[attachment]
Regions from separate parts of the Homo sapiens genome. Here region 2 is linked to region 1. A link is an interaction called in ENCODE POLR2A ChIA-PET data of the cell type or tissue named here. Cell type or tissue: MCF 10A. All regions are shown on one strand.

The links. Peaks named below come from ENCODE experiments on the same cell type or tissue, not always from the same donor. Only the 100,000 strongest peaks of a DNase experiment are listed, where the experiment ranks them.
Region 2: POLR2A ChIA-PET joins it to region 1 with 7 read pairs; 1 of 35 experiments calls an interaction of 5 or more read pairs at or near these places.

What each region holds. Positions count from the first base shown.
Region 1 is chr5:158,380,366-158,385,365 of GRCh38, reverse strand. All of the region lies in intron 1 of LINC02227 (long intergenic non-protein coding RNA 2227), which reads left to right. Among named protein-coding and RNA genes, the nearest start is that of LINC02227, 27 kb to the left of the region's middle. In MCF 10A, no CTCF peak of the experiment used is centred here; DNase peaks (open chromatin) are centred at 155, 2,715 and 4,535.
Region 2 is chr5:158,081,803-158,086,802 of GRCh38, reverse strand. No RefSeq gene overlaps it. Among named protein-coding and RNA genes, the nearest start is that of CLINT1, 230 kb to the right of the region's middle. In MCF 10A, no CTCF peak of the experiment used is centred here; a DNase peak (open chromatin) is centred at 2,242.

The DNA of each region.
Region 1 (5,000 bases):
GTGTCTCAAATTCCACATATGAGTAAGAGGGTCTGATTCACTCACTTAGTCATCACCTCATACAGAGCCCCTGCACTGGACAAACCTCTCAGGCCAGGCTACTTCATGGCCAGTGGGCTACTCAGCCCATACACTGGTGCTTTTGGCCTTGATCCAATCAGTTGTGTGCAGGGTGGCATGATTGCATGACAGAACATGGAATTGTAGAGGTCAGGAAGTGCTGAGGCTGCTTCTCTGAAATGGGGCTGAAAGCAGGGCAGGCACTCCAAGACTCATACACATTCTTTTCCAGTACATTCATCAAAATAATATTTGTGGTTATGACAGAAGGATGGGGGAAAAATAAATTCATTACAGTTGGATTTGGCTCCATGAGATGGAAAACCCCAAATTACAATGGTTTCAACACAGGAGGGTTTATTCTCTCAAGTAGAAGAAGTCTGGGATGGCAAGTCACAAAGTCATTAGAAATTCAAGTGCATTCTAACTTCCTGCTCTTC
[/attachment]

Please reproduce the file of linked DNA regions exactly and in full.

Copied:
Regions from separate parts of the Homo sapiens genome. Here region 2 is linked to region 1. A link is an interaction called in ENCODE POLR2A ChIA-PET data of the cell type or tissue named here. Cell type or tissue: MCF 10A. All regions are shown on one strand.

The links. Peaks named below come from ENCODE experiments on the same cell type or tissue, not always from the same donor. Only the 100,000 strongest peaks of a DNase experiment are listed, where the experiment ranks them.
Region 2: POLR2A ChIA-PET joins it to region 1 with 7 read pairs; 1 of 35 experiments calls an interaction of 5 or more read pairs at or near these places.

What each region holds. Positions count from the first base shown.
Region 1 is chr5:158,380,366-158,385,365 of GRCh38, reverse strand. All of the region lies in intron 1 of LINC02227 (long intergenic non-protein coding RNA 2227), which reads left to right. Among named protein-coding and RNA genes, the nearest start is that of LINC02227, 27 kb to the left of the region's middle. In MCF 10A, no CTCF peak of the experiment used is centred here; DNase peaks (open chromatin) are centred at 155, 2,715 and 4,535.
Region 2 is chr5:158,081,803-158,086,802 of GRCh38, reverse strand. No RefSeq gene overlaps it. Among named protein-coding and RNA genes, the nearest start is that of CLINT1, 230 kb to the right of the region's middle. In MCF 10A, no CTCF peak of the experiment used is centred here; a DNase peak (open chromatin) is centred at 2,242.

The DNA of each region.
Region 1 (5,000 bases):
GTGTCTCAAATTCCACATATGAGTAAGAGGGTCTGATTCACTCACTTAGTCATCACCTCATACAGAGCCCCTGCACTGGACAAACCTCTCAGGCCAGGCTACTTCATGGCCAGTGGGCTACTCAGCCCATACACTGGTGCTTTTGGCCTTGATCCAATCAGTTGTGTGCAGGGTGGCATGATTGCATGACAGAACATGGAATTGTAGAGGTCAGGAAGTGCTGAGGCTGCTTCTCTGAAATGGGGCTGAAAGCAGGGCAGGCACTCCAAGACTCATACACATTCTTTTCCAGTACATTCATCAAAATAATATTTGTGGTTATGACAGAAGGATGGGGGAAAAATAAATTCATTACAGTTGGATTTGGCTCCATGAGATGGAAAACCCCAAATTACAATGGTTTCAACACAGGAGGGTTTATTCTCTCAAGTAGAAGAAGTCTGGGATGGCAAGTCACAAAGTCATTAGAAATTCAAGTGCATTCTAACTTCCTGCTCTTC